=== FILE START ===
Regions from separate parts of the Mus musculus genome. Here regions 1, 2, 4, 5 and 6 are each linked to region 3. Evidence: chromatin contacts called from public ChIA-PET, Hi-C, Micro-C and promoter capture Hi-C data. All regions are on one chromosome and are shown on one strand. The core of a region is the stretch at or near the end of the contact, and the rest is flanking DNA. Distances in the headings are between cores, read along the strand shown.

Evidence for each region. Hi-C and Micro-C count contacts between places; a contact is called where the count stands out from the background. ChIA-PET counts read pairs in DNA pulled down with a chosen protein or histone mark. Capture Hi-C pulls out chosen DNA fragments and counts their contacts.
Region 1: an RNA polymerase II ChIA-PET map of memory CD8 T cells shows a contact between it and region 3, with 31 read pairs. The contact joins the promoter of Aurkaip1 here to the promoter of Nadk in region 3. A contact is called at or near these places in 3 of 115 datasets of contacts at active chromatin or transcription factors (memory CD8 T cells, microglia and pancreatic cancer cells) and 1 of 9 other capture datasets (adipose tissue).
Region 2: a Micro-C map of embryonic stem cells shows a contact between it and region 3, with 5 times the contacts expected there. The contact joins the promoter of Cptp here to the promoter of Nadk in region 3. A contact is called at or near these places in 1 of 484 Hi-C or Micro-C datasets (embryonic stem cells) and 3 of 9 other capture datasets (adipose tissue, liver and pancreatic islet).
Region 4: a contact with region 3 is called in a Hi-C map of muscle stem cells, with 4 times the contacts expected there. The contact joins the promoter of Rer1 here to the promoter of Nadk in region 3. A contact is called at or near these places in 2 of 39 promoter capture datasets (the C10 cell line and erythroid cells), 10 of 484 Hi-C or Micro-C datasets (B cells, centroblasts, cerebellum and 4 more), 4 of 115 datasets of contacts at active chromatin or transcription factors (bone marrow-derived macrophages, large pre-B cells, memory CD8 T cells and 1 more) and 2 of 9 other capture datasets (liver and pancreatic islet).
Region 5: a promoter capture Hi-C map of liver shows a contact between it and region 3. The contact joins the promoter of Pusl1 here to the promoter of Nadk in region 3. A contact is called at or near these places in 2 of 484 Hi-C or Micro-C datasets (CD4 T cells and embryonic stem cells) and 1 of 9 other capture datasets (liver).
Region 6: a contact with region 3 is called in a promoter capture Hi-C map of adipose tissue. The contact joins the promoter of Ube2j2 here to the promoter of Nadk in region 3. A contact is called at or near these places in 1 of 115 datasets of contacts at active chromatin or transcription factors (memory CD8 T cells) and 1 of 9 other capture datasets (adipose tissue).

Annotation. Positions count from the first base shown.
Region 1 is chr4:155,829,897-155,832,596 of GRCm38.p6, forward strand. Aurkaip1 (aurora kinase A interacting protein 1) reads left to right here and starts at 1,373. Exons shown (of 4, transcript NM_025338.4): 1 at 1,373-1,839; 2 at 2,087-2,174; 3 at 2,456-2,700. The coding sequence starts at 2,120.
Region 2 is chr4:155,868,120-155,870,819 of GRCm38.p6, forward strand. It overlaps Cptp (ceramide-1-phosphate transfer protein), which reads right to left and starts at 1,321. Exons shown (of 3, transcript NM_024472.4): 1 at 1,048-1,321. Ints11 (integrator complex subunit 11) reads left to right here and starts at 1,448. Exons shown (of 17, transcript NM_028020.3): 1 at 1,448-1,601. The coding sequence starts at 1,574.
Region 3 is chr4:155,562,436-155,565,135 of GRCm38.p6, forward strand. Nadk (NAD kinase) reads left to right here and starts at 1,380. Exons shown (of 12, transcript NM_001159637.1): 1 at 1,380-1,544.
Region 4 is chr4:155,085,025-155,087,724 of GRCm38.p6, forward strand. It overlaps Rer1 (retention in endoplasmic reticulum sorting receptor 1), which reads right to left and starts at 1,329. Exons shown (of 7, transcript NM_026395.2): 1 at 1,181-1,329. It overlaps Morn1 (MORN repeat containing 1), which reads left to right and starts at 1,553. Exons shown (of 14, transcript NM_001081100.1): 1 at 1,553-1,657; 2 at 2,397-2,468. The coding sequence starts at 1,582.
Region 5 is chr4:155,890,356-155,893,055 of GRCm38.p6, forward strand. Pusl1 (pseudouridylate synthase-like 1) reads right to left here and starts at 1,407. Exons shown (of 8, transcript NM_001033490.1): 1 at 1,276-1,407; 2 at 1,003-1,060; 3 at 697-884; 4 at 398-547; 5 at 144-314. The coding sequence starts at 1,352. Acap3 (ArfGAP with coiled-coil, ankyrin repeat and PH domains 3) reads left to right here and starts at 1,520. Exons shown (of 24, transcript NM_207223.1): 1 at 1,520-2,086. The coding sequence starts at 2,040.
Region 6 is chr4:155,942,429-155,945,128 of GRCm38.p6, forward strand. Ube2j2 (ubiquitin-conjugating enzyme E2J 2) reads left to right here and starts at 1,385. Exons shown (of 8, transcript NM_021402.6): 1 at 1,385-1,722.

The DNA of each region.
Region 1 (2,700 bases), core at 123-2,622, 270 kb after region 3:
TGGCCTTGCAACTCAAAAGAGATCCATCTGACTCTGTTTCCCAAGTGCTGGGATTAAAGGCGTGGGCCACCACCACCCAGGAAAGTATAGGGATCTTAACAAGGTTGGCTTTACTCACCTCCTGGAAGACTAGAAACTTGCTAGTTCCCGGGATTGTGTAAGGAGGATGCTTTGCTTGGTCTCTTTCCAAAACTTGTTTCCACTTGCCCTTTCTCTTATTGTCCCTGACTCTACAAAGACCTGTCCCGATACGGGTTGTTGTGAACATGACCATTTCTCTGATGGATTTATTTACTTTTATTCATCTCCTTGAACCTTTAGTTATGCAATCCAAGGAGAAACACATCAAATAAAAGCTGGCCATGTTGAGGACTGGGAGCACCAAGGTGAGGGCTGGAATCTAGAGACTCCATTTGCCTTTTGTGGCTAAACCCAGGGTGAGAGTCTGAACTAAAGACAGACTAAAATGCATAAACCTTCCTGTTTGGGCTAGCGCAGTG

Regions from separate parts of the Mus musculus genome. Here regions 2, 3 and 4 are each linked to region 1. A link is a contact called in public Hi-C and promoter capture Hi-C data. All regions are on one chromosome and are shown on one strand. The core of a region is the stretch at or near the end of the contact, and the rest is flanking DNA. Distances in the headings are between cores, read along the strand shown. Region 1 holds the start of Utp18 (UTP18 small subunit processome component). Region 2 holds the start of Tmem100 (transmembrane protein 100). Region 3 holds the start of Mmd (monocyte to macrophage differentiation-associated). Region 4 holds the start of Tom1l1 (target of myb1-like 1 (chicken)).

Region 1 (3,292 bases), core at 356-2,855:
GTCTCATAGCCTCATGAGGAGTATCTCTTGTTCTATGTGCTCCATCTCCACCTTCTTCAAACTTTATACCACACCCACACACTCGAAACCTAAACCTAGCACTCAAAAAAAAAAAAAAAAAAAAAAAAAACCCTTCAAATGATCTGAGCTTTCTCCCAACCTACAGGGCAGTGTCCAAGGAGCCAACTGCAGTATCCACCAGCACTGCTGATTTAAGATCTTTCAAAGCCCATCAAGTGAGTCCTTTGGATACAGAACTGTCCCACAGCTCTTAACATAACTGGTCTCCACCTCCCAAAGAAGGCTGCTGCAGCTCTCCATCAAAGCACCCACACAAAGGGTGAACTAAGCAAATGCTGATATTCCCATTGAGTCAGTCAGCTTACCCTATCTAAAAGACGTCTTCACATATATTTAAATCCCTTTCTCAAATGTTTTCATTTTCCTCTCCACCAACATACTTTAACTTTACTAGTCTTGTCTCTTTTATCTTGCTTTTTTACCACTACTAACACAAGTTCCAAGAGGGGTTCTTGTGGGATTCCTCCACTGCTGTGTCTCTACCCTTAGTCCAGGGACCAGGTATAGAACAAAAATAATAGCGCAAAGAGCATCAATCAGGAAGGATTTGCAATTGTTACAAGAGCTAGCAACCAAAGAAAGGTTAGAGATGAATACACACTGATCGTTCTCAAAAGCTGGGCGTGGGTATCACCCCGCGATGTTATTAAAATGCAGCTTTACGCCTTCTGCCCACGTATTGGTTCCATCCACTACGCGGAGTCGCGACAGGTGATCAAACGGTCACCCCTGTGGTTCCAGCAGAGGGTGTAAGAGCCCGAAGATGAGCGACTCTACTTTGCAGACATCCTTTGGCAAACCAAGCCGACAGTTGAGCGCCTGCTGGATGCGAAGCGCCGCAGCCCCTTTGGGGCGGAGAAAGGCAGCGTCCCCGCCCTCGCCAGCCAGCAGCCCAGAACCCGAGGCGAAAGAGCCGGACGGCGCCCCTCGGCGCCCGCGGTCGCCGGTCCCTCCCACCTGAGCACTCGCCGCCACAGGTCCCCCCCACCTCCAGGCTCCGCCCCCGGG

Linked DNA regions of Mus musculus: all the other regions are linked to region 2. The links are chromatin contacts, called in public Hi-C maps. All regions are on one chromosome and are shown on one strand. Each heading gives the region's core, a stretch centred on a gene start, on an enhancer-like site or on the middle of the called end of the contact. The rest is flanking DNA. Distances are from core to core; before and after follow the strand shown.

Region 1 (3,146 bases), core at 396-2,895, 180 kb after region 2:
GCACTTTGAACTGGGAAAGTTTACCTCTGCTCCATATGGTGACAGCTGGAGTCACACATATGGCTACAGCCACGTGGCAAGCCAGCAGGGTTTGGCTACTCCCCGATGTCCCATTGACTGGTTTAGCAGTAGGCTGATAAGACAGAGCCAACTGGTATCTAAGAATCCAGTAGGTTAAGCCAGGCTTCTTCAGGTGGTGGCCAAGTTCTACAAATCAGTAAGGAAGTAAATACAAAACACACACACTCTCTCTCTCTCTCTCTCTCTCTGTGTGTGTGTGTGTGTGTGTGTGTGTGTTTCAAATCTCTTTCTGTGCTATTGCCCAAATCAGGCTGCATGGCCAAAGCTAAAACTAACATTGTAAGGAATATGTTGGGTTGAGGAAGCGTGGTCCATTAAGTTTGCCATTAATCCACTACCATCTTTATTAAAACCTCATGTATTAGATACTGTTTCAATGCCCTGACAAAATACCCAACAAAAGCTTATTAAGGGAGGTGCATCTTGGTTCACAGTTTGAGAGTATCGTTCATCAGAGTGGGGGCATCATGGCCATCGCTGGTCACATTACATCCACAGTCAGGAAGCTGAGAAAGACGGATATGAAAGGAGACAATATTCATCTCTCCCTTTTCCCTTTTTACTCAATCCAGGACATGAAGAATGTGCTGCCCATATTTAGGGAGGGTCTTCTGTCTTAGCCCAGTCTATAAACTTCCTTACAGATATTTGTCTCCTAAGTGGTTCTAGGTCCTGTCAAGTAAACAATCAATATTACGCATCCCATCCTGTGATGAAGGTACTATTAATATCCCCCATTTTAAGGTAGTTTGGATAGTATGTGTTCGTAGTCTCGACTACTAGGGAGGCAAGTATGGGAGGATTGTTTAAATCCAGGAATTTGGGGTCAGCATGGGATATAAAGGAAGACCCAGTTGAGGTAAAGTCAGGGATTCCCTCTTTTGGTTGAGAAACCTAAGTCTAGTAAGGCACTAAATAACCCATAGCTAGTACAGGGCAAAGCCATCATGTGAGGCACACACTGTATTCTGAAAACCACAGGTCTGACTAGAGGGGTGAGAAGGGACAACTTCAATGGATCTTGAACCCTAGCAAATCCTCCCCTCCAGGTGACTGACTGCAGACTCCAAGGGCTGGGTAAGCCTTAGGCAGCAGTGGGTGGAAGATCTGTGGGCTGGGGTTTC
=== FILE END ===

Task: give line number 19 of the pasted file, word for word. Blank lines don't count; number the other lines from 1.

Region 1 (3,292 bases), core at 356-2,855: